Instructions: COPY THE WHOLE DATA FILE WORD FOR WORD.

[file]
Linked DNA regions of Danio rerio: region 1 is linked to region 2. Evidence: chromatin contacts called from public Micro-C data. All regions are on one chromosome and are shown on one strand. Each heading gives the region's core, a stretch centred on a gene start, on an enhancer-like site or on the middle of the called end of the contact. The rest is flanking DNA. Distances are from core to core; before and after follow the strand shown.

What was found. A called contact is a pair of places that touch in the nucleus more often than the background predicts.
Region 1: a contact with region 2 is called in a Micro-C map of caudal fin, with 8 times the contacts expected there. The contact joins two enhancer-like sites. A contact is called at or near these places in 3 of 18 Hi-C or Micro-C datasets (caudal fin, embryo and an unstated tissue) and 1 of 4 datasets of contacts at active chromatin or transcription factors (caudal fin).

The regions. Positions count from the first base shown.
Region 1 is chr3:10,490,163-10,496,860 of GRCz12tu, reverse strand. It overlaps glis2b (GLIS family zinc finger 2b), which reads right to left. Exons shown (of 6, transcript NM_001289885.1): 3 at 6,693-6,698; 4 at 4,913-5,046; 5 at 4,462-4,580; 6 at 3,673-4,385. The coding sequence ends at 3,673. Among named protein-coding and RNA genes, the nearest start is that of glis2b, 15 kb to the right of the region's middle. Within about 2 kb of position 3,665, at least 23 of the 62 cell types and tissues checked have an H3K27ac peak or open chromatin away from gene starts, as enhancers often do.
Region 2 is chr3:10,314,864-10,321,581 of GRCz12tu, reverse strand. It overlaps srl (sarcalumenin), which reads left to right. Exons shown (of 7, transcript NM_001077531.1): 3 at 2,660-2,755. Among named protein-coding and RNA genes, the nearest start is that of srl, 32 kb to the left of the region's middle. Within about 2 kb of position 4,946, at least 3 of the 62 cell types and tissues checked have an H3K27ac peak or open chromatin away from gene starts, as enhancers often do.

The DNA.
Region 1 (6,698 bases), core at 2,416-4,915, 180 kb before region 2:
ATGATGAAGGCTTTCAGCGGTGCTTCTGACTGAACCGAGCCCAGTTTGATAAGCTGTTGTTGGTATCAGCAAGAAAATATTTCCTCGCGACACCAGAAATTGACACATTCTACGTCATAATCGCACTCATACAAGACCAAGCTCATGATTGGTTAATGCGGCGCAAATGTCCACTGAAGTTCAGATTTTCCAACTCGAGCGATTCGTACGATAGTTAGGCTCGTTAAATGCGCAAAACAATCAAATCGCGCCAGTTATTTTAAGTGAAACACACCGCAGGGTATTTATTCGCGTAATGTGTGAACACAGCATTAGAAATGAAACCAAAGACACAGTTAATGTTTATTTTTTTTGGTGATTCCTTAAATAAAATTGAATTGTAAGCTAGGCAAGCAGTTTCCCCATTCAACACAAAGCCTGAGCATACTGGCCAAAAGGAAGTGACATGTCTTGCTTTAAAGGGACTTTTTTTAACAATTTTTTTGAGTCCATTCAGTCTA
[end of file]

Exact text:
Linked DNA regions of Danio rerio: region 1 is linked to region 2. Evidence: chromatin contacts called from public Micro-C data. All regions are on one chromosome and are shown on one strand. Each heading gives the region's core, a stretch centred on a gene start, on an enhancer-like site or on the middle of the called end of the contact. The rest is flanking DNA. Distances are from core to core; before and after follow the strand shown.

What was found. A called contact is a pair of places that touch in the nucleus more often than the background predicts.
Region 1: a contact with region 2 is called in a Micro-C map of caudal fin, with 8 times the contacts expected there. The contact joins two enhancer-like sites. A contact is called at or near these places in 3 of 18 Hi-C or Micro-C datasets (caudal fin, embryo and an unstated tissue) and 1 of 4 datasets of contacts at active chromatin or transcription factors (caudal fin).

The regions. Positions count from the first base shown.
Region 1 is chr3:10,490,163-10,496,860 of GRCz12tu, reverse strand. It overlaps glis2b (GLIS family zinc finger 2b), which reads right to left. Exons shown (of 6, transcript NM_001289885.1): 3 at 6,693-6,698; 4 at 4,913-5,046; 5 at 4,462-4,580; 6 at 3,673-4,385. The coding sequence ends at 3,673. Among named protein-coding and RNA genes, the nearest start is that of glis2b, 15 kb to the right of the region's middle. Within about 2 kb of position 3,665, at least 23 of the 62 cell types and tissues checked have an H3K27ac peak or open chromatin away from gene starts, as enhancers often do.
Region 2 is chr3:10,314,864-10,321,581 of GRCz12tu, reverse strand. It overlaps srl (sarcalumenin), which reads left to right. Exons shown (of 7, transcript NM_001077531.1): 3 at 2,660-2,755. Among named protein-coding and RNA genes, the nearest start is that of srl, 32 kb to the left of the region's middle. Within about 2 kb of position 4,946, at least 3 of the 62 cell types and tissues checked have an H3K27ac peak or open chromatin away from gene starts, as enhancers often do.

The DNA.
Region 1 (6,698 bases), core at 2,416-4,915, 180 kb before region 2:
ATGATGAAGGCTTTCAGCGGTGCTTCTGACTGAACCGAGCCCAGTTTGATAAGCTGTTGTTGGTATCAGCAAGAAAATATTTCCTCGCGACACCAGAAATTGACACATTCTACGTCATAATCGCACTCATACAAGACCAAGCTCATGATTGGTTAATGCGGCGCAAATGTCCACTGAAGTTCAGATTTTCCAACTCGAGCGATTCGTACGATAGTTAGGCTCGTTAAATGCGCAAAACAATCAAATCGCGCCAGTTATTTTAAGTGAAACACACCGCAGGGTATTTATTCGCGTAATGTGTGAACACAGCATTAGAAATGAAACCAAAGACACAGTTAATGTTTATTTTTTTTGGTGATTCCTTAAATAAAATTGAATTGTAAGCTAGGCAAGCAGTTTCCCCATTCAACACAAAGCCTGAGCATACTGGCCAAAAGGAAGTGACATGTCTTGCTTTAAAGGGACTTTTTTTAACAATTTTTTTGAGTCCATTCAGTCTA